It should not come as a surprise, but Arkansas' public education system isn't exactly ranked among the best in the country. In fact, the state's overall ranking dropped again this year, from 41st in the nation to 43rd, according to Education Week's annual Quality Counts report.
That's not great. And in a place where the public education rankings are consistently abysmal, you would think the state's legislature would be working diligently to give these struggling public schools the necessary tools and resources needed to improve. You would think that public education would at least be on their radar.
But it's not.
During the current session, the Arkansas Legislature has instead worked rather diligently to funnel money and resources away from the public school system and into the hands of private and charter schools. And they're not even being subtle about it.
I've written about charter schools before. They may be great in theory. Under the right circumstances, they can provide disadvantaged children with greater access to opportunities. And many do. But even more don't.
In practice, charter schools lack serious oversight for institutions that receive public funding. That lack of oversight has resulted in many closed doors and even more broken promises to children and parents. In a previous column, I cited reports showing hundreds of charter schools that had closed down in states across the country, some months, even weeks, after they had opened.
In Florida, one charter school was closed after it was found to operate an illegal night club out of its cafeteria. Another was closed because the "school" didn't even have a physical location. Dozens more were busted for lying about attendance to secure additional tax dollars. In Ohio, the state's auditor found that charter schools were four times more likely to misspend public funds than any other government agency.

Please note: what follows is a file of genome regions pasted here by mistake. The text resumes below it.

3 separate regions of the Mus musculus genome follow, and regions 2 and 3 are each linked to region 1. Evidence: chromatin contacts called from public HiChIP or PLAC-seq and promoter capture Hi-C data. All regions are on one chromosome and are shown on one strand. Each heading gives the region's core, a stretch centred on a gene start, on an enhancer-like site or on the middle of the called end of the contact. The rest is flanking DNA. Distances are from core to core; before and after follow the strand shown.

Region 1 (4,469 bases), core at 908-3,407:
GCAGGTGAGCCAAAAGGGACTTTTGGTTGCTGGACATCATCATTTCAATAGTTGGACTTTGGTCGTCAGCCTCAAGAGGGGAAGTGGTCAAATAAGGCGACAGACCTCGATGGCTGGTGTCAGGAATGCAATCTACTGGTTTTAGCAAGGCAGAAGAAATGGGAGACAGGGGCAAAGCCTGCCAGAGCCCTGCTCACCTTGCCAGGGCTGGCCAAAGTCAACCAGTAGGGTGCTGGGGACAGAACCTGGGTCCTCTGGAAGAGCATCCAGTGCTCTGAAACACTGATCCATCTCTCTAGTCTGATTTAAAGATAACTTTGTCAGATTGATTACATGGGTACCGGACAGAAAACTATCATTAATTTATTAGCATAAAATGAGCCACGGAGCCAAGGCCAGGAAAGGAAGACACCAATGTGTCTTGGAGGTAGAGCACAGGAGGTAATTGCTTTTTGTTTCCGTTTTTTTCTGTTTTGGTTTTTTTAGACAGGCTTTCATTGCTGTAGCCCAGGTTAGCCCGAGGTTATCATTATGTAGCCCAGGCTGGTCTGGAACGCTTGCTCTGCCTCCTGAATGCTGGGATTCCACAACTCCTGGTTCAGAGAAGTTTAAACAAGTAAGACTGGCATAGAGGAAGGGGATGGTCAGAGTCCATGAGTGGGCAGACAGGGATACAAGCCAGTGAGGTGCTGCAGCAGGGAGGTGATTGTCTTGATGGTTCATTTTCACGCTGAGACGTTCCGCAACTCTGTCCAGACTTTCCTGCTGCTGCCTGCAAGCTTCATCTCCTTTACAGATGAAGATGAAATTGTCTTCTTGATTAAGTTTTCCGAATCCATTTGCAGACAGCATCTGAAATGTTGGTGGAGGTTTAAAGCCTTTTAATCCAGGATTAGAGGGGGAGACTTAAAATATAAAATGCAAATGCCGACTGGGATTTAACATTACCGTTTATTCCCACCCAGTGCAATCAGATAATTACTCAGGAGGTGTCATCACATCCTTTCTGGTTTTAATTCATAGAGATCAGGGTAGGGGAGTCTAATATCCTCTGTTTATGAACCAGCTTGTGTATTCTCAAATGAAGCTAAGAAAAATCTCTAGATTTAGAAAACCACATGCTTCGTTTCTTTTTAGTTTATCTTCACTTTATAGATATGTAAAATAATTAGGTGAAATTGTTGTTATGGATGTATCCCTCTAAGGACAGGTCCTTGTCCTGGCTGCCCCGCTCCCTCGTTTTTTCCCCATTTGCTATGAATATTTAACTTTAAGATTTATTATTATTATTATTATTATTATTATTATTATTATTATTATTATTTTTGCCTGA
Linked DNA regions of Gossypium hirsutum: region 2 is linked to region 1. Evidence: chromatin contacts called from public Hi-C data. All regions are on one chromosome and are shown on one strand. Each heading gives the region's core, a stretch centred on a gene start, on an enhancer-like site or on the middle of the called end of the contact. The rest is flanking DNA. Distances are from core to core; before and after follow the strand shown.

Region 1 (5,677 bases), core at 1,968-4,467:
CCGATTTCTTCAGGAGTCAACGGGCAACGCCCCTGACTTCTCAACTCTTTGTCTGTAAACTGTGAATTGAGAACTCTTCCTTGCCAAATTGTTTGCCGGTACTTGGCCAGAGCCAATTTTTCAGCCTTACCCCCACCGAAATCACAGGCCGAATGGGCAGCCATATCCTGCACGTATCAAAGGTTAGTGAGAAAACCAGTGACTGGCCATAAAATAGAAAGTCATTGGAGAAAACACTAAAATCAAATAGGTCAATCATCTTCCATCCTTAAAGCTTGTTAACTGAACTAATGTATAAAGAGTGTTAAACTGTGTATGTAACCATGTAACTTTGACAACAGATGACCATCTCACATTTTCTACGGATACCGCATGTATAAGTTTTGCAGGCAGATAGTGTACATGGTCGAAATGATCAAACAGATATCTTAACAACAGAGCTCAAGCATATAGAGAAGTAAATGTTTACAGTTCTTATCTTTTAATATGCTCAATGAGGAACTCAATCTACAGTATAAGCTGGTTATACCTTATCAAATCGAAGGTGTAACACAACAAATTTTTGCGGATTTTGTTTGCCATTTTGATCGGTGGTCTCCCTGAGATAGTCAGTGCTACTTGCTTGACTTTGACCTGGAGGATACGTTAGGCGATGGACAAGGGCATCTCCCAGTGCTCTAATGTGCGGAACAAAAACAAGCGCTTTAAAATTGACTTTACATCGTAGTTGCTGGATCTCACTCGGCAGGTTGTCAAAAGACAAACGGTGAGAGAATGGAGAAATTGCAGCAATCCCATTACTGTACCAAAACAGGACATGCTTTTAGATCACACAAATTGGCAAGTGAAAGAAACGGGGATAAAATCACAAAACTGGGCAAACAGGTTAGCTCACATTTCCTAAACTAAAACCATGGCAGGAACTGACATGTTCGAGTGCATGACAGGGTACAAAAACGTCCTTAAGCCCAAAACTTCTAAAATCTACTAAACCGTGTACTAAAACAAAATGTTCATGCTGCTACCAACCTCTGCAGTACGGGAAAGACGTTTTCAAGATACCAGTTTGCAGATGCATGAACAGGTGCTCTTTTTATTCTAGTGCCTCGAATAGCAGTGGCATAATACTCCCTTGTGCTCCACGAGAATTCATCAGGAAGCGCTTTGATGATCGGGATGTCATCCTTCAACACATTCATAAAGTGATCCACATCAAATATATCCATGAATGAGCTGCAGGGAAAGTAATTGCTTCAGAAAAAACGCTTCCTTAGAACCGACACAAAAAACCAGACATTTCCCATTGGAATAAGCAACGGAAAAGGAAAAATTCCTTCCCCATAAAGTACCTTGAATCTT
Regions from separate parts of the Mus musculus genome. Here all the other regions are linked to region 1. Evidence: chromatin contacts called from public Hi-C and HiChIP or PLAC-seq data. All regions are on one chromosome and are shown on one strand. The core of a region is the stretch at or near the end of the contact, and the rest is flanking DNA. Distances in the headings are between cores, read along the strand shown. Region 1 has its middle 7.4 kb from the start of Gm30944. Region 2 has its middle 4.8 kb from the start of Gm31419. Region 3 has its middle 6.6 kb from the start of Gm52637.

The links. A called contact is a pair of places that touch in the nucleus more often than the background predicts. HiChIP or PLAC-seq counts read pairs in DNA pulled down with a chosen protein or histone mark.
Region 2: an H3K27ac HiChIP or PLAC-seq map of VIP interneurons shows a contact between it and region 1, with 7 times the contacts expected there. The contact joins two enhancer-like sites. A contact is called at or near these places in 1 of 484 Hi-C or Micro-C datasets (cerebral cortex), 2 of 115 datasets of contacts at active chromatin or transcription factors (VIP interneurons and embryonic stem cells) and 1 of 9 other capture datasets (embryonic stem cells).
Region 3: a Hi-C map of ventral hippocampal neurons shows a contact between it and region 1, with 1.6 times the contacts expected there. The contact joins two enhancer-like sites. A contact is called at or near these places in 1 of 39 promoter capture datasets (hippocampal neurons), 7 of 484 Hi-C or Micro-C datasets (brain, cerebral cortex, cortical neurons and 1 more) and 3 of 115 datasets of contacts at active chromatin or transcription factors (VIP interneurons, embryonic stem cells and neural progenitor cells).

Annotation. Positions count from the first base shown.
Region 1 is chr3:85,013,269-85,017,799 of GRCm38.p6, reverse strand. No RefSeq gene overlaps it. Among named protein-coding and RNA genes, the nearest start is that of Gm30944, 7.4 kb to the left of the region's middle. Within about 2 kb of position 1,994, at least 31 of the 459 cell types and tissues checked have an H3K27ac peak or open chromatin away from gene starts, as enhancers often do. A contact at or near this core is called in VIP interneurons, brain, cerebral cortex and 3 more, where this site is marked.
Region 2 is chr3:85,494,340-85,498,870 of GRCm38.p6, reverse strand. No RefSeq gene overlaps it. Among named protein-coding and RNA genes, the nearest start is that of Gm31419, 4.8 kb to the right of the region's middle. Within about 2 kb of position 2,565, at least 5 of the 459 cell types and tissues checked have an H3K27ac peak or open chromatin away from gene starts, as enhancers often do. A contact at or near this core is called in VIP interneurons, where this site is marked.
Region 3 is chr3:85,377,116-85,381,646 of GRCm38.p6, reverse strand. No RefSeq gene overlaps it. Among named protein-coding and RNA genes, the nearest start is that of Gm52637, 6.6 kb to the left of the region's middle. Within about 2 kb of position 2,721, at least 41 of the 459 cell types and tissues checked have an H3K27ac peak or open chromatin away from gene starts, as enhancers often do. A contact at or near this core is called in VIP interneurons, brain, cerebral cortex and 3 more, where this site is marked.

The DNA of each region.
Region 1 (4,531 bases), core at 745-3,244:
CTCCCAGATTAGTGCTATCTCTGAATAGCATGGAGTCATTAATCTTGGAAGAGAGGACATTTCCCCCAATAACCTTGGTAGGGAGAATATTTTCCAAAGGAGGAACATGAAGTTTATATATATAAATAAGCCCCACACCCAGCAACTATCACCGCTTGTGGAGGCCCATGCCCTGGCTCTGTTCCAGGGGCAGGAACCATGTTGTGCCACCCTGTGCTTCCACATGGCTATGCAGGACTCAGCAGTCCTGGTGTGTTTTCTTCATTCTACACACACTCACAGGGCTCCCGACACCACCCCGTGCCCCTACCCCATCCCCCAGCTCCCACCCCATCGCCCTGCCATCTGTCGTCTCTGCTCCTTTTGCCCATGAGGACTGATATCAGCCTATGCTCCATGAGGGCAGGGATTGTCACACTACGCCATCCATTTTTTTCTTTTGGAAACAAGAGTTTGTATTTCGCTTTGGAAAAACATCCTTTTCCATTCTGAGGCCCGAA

I think you get the point.
So far this session, the Arkansas Legislature has passed a bill that would require public school districts to sell or lease vacant or "underutilized" school buildings to charter schools for at least two years. The idiotic bill is already headed to the Governor's desk.
In essence, the bill would rip control over a piece of property from a school district, and give it a charter school. The bill gives charter schools an enormous advantage over a public school. If leased, terms would be determined by the charter school, meaning a district could be locked up in a bad lease for years. If sold, the district could potentially receive much less than the market value for a property deemed "underutilized" by the state.
If a legislator tells you the bill only gives charter schools the opportunity to purchase an unused public school building, and doesn’t impose restrictions, they’re lying. Charter schools already have the right of first refusal. This bill, which will soon be law, quite literally forces this decision on public school districts for at least two years after a building is deemed underutilized.
And if they don't comply, a public school district would run the risk of being placed on fiscal distress. A distressed classification would enable the state to take the district over. So, by approving this bill, the Legislature has told public school administrators to hand over their underused properties to institutions with no oversight or expect to lose their jobs. What sense does that make? It’s definitely not good sense.